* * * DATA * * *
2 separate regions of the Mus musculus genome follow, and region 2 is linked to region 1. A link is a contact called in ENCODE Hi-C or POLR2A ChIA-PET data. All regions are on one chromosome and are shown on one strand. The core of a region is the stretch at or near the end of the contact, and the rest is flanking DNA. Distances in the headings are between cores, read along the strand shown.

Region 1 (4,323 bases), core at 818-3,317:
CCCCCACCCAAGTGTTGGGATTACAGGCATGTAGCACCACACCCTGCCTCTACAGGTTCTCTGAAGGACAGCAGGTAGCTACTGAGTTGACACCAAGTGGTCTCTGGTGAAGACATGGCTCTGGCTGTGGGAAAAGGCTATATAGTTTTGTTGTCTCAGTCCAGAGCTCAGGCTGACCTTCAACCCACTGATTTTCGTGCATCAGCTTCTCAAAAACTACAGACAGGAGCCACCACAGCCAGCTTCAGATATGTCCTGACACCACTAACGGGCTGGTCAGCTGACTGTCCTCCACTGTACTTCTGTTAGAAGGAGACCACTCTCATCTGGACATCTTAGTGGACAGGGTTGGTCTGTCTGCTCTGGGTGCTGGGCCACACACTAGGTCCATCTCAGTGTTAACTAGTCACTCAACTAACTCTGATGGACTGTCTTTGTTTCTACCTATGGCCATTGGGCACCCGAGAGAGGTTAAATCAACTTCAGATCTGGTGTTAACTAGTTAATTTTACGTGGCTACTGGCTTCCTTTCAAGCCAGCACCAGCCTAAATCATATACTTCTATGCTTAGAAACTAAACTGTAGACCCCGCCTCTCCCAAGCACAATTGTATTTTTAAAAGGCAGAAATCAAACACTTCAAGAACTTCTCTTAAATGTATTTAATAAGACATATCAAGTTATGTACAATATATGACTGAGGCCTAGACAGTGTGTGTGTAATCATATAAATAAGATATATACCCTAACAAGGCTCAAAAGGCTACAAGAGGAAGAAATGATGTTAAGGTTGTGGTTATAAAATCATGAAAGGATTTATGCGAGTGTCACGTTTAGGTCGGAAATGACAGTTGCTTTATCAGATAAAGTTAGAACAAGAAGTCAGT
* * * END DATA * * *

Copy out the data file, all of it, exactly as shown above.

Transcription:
2 separate regions of the Mus musculus genome follow, and region 2 is linked to region 1. A link is a contact called in ENCODE Hi-C or POLR2A ChIA-PET data. All regions are on one chromosome and are shown on one strand. The core of a region is the stretch at or near the end of the contact, and the rest is flanking DNA. Distances in the headings are between cores, read along the strand shown.

Region 1 (4,323 bases), core at 818-3,317:
CCCCCACCCAAGTGTTGGGATTACAGGCATGTAGCACCACACCCTGCCTCTACAGGTTCTCTGAAGGACAGCAGGTAGCTACTGAGTTGACACCAAGTGGTCTCTGGTGAAGACATGGCTCTGGCTGTGGGAAAAGGCTATATAGTTTTGTTGTCTCAGTCCAGAGCTCAGGCTGACCTTCAACCCACTGATTTTCGTGCATCAGCTTCTCAAAAACTACAGACAGGAGCCACCACAGCCAGCTTCAGATATGTCCTGACACCACTAACGGGCTGGTCAGCTGACTGTCCTCCACTGTACTTCTGTTAGAAGGAGACCACTCTCATCTGGACATCTTAGTGGACAGGGTTGGTCTGTCTGCTCTGGGTGCTGGGCCACACACTAGGTCCATCTCAGTGTTAACTAGTCACTCAACTAACTCTGATGGACTGTCTTTGTTTCTACCTATGGCCATTGGGCACCCGAGAGAGGTTAAATCAACTTCAGATCTGGTGTTAACTAGTTAATTTTACGTGGCTACTGGCTTCCTTTCAAGCCAGCACCAGCCTAAATCATATACTTCTATGCTTAGAAACTAAACTGTAGACCCCGCCTCTCCCAAGCACAATTGTATTTTTAAAAGGCAGAAATCAAACACTTCAAGAACTTCTCTTAAATGTATTTAATAAGACATATCAAGTTATGTACAATATATGACTGAGGCCTAGACAGTGTGTGTGTAATCATATAAATAAGATATATACCCTAACAAGGCTCAAAAGGCTACAAGAGGAAGAAATGATGTTAAGGTTGTGGTTATAAAATCATGAAAGGATTTATGCGAGTGTCACGTTTAGGTCGGAAATGACAGTTGCTTTATCAGATAAAGTTAGAACAAGAAGTCAGT